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Zhejiang province rebounding from Covid-19

(ATF) – Zhejiang province, one of China’s leading manufacturing hubs, is rebounding from the Covid-19 pandemic. 

All major foreign trading firms in in the region have resumed operations, while more than 70% of foreign trading companies in other major Chinese manufacturing provinces such as Guangdong and Jiangsu have also restarted production, Li Xingqian, director of the Department of Foreign Trade of China’s Ministry of Commerce, said in an online press conference on March 5.

With various government support policies taking effect and more companies returning to work, China’s foreign trade is recovering, Li said. Although China’s exports and imports will be inevitably lower during the first quarter, the growth trend of the country’s foreign trade remains positive in the long term, Li added.

However, Zhejiang’s exports face challenges in the province’s key markets, including Europe and the US. Italy and Spain are under nationwide lockdown, while many other European countries have severely restricted cross-border travel. On March 13, US President Donald Trump declared a national emergency for his country. 

Zhejiang is among the world’s most important manufacturing bases. The city of Zhuji is the world’s biggest sock manufacturing hub, producing 30% of the world’s soft footwear. Zhejiang’s exports are enhanced by its city of Ningbo, which ranks among the world’s five busiest container ports, and its proximity to Shanghai, the busiest. 

In 2019, international trade grew 8.1% to 3.08 trillion yuan ($440 billion), accounting for 9.8% of China’s trade, according to official Chinese data. Trade growth of 8.1% was faster than the national 3.4 percent. The province’s exports accounted for 13.3% of the national total.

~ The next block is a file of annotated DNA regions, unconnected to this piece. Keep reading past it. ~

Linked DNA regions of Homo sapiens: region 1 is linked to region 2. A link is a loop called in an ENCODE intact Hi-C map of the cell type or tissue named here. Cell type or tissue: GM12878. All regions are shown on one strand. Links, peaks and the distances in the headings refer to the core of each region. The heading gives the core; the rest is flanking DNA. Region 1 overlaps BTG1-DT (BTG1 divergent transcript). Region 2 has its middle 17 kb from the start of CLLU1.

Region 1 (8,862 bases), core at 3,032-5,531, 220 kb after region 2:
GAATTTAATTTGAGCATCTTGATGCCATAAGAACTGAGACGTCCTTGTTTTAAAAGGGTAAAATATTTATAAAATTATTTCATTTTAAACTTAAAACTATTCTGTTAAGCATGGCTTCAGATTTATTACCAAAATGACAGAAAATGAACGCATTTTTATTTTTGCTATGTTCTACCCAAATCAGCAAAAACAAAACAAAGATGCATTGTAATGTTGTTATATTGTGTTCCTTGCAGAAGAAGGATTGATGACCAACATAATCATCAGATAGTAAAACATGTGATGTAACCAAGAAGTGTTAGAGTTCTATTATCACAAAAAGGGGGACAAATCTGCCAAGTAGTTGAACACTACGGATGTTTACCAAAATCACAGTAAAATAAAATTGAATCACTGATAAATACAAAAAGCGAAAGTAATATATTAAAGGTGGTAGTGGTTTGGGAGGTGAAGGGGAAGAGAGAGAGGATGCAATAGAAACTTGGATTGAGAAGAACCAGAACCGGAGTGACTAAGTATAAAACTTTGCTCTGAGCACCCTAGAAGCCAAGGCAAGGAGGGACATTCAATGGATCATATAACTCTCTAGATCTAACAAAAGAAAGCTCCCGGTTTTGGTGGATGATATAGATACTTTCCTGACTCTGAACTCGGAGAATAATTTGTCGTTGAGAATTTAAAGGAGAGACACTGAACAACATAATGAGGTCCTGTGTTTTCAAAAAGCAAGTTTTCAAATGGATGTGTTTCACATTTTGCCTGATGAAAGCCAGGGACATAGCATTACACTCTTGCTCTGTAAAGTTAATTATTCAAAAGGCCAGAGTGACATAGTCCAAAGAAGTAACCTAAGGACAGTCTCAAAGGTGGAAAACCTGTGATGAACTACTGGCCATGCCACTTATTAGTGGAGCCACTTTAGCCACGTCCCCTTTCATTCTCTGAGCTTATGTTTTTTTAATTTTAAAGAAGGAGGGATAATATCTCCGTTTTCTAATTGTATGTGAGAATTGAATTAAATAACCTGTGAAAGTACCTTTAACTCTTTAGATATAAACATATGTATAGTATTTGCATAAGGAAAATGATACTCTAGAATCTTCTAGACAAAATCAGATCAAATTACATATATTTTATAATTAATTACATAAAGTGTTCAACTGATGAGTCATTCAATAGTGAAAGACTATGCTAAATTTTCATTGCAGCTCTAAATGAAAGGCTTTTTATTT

Little Risk

The province faces little economic concentration risk, thanks to its diversified economic structure, said a credit report on the Zhejiang provincial government by Pengyuan International, a Chinese credit rating agency. 

Industry contributed the most to the province’s GDP at 37.62% in 2017, while the second-biggest contributor, wholesale and retail, accounted for 12 percent. Even Zhejiang’s manufacturing sector is fairly dispersed, where electrical machinery and equipment manufacturing contributed 9.84% while the automobile industry contributed 7.55% in 2017. These are the two largest industries in Zhejiang, with no single industry accounting for a double-digit percentage share. 

Zhejiang’s GDP grew 6.8% to over RMB6 trillion in 2019, according to official Chinese estimates. The size of Zhejiang’s economy is similar to that of Saudi Arabia. The province’s economic growth has mostly outperformed the national average from 2014 to 2018. Zhejiang’s GDP per capita in 2018, at 98,643 yuan, was nearly 53% higher than the national average and ranked fifth among Chinese provinces.